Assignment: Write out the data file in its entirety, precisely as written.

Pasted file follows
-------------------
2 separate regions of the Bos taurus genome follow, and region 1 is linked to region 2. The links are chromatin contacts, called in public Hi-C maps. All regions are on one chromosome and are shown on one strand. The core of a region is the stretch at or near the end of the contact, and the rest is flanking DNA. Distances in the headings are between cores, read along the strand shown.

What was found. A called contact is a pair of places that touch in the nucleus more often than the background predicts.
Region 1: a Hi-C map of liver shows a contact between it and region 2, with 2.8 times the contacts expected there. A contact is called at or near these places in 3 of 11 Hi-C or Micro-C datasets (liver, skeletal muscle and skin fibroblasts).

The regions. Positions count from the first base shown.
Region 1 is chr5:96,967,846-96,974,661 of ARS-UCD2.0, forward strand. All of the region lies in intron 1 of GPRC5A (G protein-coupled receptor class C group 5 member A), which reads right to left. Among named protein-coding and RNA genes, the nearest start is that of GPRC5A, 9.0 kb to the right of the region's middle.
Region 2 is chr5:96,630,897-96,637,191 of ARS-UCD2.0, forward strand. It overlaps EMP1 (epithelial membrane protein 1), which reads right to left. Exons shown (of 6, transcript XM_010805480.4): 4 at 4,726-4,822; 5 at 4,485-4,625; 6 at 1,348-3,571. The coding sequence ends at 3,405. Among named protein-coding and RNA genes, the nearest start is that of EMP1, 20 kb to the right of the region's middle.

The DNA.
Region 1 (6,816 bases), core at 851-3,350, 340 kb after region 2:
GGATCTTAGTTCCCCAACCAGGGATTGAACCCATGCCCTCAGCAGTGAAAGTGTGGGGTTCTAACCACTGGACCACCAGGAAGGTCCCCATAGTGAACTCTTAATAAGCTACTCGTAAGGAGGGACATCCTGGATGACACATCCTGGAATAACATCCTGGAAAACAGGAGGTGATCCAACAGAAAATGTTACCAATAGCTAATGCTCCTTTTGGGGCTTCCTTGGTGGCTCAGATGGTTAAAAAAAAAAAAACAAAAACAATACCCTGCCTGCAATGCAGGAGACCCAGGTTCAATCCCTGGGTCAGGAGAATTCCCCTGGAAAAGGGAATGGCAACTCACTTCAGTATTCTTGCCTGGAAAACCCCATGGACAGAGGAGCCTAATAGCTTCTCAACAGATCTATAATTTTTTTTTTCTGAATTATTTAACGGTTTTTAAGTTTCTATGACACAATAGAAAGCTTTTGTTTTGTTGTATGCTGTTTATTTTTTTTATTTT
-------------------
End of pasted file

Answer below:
2 separate regions of the Bos taurus genome follow, and region 1 is linked to region 2. The links are chromatin contacts, called in public Hi-C maps. All regions are on one chromosome and are shown on one strand. The core of a region is the stretch at or near the end of the contact, and the rest is flanking DNA. Distances in the headings are between cores, read along the strand shown.

What was found. A called contact is a pair of places that touch in the nucleus more often than the background predicts.
Region 1: a Hi-C map of liver shows a contact between it and region 2, with 2.8 times the contacts expected there. A contact is called at or near these places in 3 of 11 Hi-C or Micro-C datasets (liver, skeletal muscle and skin fibroblasts).

The regions. Positions count from the first base shown.
Region 1 is chr5:96,967,846-96,974,661 of ARS-UCD2.0, forward strand. All of the region lies in intron 1 of GPRC5A (G protein-coupled receptor class C group 5 member A), which reads right to left. Among named protein-coding and RNA genes, the nearest start is that of GPRC5A, 9.0 kb to the right of the region's middle.
Region 2 is chr5:96,630,897-96,637,191 of ARS-UCD2.0, forward strand. It overlaps EMP1 (epithelial membrane protein 1), which reads right to left. Exons shown (of 6, transcript XM_010805480.4): 4 at 4,726-4,822; 5 at 4,485-4,625; 6 at 1,348-3,571. The coding sequence ends at 3,405. Among named protein-coding and RNA genes, the nearest start is that of EMP1, 20 kb to the right of the region's middle.

The DNA.
Region 1 (6,816 bases), core at 851-3,350, 340 kb after region 2:
GGATCTTAGTTCCCCAACCAGGGATTGAACCCATGCCCTCAGCAGTGAAAGTGTGGGGTTCTAACCACTGGACCACCAGGAAGGTCCCCATAGTGAACTCTTAATAAGCTACTCGTAAGGAGGGACATCCTGGATGACACATCCTGGAATAACATCCTGGAAAACAGGAGGTGATCCAACAGAAAATGTTACCAATAGCTAATGCTCCTTTTGGGGCTTCCTTGGTGGCTCAGATGGTTAAAAAAAAAAAAACAAAAACAATACCCTGCCTGCAATGCAGGAGACCCAGGTTCAATCCCTGGGTCAGGAGAATTCCCCTGGAAAAGGGAATGGCAACTCACTTCAGTATTCTTGCCTGGAAAACCCCATGGACAGAGGAGCCTAATAGCTTCTCAACAGATCTATAATTTTTTTTTTCTGAATTATTTAACGGTTTTTAAGTTTCTATGACACAATAGAAAGCTTTTGTTTTGTTGTATGCTGTTTATTTTTTTTATTTT